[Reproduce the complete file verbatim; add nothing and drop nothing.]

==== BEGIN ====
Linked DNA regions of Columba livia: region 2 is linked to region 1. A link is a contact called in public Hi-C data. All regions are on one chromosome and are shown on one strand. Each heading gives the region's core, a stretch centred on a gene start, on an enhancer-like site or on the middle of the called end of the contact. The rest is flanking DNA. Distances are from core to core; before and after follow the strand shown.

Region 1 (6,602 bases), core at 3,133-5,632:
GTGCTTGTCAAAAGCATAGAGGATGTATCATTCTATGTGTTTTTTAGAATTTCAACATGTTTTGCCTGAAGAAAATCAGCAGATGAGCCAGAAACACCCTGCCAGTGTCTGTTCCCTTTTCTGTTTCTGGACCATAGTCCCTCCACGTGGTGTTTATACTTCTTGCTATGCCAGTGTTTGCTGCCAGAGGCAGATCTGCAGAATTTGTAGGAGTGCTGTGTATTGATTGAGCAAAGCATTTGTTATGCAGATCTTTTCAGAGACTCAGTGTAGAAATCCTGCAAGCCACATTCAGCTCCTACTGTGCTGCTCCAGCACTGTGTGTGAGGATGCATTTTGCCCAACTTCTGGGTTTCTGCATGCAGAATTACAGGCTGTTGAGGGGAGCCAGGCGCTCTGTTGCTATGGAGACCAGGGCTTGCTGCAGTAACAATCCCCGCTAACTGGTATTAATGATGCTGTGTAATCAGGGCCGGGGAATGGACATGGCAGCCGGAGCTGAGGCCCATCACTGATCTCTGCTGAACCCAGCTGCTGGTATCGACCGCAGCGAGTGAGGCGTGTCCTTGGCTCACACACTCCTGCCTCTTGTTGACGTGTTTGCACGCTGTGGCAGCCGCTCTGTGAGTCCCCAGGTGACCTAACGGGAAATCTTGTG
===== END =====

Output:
Linked DNA regions of Columba livia: region 2 is linked to region 1. A link is a contact called in public Hi-C data. All regions are on one chromosome and are shown on one strand. Each heading gives the region's core, a stretch centred on a gene start, on an enhancer-like site or on the middle of the called end of the contact. The rest is flanking DNA. Distances are from core to core; before and after follow the strand shown.

Region 1 (6,602 bases), core at 3,133-5,632:
GTGCTTGTCAAAAGCATAGAGGATGTATCATTCTATGTGTTTTTTAGAATTTCAACATGTTTTGCCTGAAGAAAATCAGCAGATGAGCCAGAAACACCCTGCCAGTGTCTGTTCCCTTTTCTGTTTCTGGACCATAGTCCCTCCACGTGGTGTTTATACTTCTTGCTATGCCAGTGTTTGCTGCCAGAGGCAGATCTGCAGAATTTGTAGGAGTGCTGTGTATTGATTGAGCAAAGCATTTGTTATGCAGATCTTTTCAGAGACTCAGTGTAGAAATCCTGCAAGCCACATTCAGCTCCTACTGTGCTGCTCCAGCACTGTGTGTGAGGATGCATTTTGCCCAACTTCTGGGTTTCTGCATGCAGAATTACAGGCTGTTGAGGGGAGCCAGGCGCTCTGTTGCTATGGAGACCAGGGCTTGCTGCAGTAACAATCCCCGCTAACTGGTATTAATGATGCTGTGTAATCAGGGCCGGGGAATGGACATGGCAGCCGGAGCTGAGGCCCATCACTGATCTCTGCTGAACCCAGCTGCTGGTATCGACCGCAGCGAGTGAGGCGTGTCCTTGGCTCACACACTCCTGCCTCTTGTTGACGTGTTTGCACGCTGTGGCAGCCGCTCTGTGAGTCCCCAGGTGACCTAACGGGAAATCTTGTG